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The reality of aim and alignment, and why golfers get them wrong

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This story was selected as one of the 15 best GolfWRX stories of 2015!

I’ve often said I would hate to be at a rifle range with a bunch of golfers; someone would get shot. That’s because golfers tend to have the most crooked aim of players in any sport, and there’s good reason for that. If you tend to curve the ball right, you’ll aim left. If you tend to curve the ball left, you’ll aim right. Now that isn’t always a bad thing… in fact, it’s often quite functional.

But before I discuss “proper” aim and alignment, versus just band-aids for the issue, let’s establish the difference between the two.

  • Aim: The position of the club face at address. It can be aimed at the target, or left or right of it.
  • Alignment: The position of the body at address. It can be parallel to the flight line, left of it or right of it.

Notice that the ONLY thing looking at the target, or the desired start line, is the club face. It’s never the body.

The relationship between the body and the club face is often underestimated, and club face aim is critical to aligning the body correctly. For example, when I teach brand-new golfers and actually aim the club face for them, they almost instinctively align their body correctly.

The relationship between club face aim, body alignment and backswing is critical. Here’s why:

  • If you set up with the face closed, your alignment will tend to be square to the club face and therefore open to the target. Your backswing will also tend to start back too far to the outside.
  • If you set up with the face open, your alignment will tend to be square to the club face and closed to the target. Your backswing will also tend start too far inside.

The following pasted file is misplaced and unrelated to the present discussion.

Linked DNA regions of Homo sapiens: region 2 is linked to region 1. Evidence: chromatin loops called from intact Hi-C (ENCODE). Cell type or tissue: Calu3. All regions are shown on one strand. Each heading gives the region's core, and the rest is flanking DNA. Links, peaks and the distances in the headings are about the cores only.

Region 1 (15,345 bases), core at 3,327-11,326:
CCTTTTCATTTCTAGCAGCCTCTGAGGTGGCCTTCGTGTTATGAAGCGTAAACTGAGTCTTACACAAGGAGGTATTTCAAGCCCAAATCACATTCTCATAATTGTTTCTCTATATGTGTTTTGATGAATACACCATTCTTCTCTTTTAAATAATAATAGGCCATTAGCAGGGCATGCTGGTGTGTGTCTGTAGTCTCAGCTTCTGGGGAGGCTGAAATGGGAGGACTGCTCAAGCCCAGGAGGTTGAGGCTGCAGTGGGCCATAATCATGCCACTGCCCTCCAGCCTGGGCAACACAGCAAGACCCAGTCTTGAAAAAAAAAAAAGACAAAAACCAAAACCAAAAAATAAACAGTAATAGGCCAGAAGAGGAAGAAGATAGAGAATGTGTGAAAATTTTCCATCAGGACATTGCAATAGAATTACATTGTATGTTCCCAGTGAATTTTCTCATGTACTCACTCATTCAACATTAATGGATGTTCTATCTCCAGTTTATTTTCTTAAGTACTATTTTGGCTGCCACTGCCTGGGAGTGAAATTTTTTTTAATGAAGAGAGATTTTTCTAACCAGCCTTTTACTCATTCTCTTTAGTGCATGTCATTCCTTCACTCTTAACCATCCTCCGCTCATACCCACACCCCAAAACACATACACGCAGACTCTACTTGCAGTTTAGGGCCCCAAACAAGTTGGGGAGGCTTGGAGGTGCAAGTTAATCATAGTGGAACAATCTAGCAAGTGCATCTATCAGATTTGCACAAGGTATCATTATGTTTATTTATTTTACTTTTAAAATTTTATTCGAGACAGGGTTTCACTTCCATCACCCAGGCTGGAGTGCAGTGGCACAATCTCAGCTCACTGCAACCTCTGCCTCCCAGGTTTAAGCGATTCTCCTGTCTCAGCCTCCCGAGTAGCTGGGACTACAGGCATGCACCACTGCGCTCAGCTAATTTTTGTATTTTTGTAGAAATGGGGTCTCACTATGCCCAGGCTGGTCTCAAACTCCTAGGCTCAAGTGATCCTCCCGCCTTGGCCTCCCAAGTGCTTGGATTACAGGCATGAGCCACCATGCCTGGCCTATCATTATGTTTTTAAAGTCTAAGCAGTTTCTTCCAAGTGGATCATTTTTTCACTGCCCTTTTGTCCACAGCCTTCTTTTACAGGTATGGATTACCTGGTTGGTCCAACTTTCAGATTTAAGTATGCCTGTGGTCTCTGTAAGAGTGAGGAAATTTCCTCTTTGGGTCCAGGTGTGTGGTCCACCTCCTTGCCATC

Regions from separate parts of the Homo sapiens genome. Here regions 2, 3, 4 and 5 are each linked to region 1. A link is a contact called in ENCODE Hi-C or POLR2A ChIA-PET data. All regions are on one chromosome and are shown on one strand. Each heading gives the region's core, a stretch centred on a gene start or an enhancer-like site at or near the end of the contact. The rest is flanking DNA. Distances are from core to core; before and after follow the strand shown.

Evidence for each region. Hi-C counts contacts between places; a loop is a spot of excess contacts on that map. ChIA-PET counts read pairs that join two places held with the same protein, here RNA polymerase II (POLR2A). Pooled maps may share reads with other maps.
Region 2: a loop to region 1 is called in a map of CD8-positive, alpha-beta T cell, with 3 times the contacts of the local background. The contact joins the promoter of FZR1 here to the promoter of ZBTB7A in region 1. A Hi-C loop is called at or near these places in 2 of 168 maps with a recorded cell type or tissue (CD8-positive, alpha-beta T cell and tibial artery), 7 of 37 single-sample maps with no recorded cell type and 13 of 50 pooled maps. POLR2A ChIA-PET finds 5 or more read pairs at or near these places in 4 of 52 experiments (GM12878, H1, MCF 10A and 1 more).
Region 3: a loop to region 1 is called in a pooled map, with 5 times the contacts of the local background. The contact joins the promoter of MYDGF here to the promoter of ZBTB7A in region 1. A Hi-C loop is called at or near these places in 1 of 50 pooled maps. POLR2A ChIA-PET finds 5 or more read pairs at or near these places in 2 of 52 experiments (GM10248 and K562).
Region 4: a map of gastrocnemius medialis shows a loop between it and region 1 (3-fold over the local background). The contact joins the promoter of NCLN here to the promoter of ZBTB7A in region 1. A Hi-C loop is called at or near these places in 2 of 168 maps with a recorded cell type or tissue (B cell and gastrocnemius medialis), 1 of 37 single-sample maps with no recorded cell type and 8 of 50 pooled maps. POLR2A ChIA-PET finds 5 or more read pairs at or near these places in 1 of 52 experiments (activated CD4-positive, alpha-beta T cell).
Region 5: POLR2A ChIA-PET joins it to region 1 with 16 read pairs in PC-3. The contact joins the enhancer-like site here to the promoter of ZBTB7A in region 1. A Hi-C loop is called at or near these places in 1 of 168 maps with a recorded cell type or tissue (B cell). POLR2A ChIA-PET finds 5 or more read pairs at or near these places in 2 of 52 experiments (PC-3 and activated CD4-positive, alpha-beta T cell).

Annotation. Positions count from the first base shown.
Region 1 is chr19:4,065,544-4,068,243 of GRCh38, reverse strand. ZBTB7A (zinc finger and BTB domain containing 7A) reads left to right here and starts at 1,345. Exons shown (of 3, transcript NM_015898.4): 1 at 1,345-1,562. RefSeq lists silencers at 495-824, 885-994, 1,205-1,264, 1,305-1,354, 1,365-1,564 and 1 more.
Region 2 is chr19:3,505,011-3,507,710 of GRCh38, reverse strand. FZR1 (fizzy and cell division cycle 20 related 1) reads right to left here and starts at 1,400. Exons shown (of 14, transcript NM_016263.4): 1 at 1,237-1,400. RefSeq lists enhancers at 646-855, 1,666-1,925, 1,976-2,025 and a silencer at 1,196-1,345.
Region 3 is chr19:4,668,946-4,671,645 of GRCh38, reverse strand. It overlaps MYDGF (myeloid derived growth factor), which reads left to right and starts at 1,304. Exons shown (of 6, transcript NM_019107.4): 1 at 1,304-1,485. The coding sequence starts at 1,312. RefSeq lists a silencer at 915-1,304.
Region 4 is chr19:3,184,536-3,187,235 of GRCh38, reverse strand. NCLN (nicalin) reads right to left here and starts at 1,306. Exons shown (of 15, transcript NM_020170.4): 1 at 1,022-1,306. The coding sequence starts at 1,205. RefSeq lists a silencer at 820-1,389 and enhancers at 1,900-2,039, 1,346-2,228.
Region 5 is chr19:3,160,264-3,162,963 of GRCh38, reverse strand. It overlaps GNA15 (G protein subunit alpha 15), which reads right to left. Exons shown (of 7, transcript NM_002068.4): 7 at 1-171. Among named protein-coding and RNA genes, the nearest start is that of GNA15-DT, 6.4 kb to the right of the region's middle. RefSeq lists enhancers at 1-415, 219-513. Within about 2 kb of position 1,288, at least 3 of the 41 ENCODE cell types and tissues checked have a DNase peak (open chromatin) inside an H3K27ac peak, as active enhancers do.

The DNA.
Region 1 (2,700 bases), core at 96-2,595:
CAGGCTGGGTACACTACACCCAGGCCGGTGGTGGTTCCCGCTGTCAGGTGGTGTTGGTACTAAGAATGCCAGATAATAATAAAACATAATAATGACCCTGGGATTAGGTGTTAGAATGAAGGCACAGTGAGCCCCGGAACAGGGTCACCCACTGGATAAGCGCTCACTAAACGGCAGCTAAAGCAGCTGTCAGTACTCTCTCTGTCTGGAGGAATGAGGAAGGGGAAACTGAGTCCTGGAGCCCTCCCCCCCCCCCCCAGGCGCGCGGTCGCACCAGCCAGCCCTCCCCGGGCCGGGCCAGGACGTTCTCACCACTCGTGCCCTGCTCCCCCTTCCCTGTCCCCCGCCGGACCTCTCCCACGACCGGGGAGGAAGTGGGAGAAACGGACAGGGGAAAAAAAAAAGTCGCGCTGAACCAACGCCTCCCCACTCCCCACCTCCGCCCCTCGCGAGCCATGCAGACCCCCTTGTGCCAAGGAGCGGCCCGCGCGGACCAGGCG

How do I know this? I have seen it for years and years. And I’m not merely referring to high-handicap players, either; the same is true for the best players I teach.

The mistakes we all make in golf are the result of a vicious cycle. Something as innocent as aiming the face right or left of target starts a chain reaction from which we often cannot recover.

Below are a few common examples. I have seen these patterns repeated ad infinitum, and they all this start with a mis-aimed club face at address.

  • When the club face is set closed, often the rear shoulder gets too high, the grip can get too weak and the ball position can get too far forward.
  • With the club face open, the trail side can get too low, the ball position can get too far back and the grip can get too strong.

Watch this video for a visual explanation.

https://www.youtube.com/watch?v=uqpiAzouYro

Some years ago, down in Marco Island, Florida, where I live, the late, great Ken Venturi told me: “Good players don’t lose their swing, they lose their position!” 

By position, he meant aim, alignment and ball position. It is human nature, I suppose, to swing and aim away from our typical ball flight. The minute we do, however, our ball position, swing direction and swing bottom are all affected.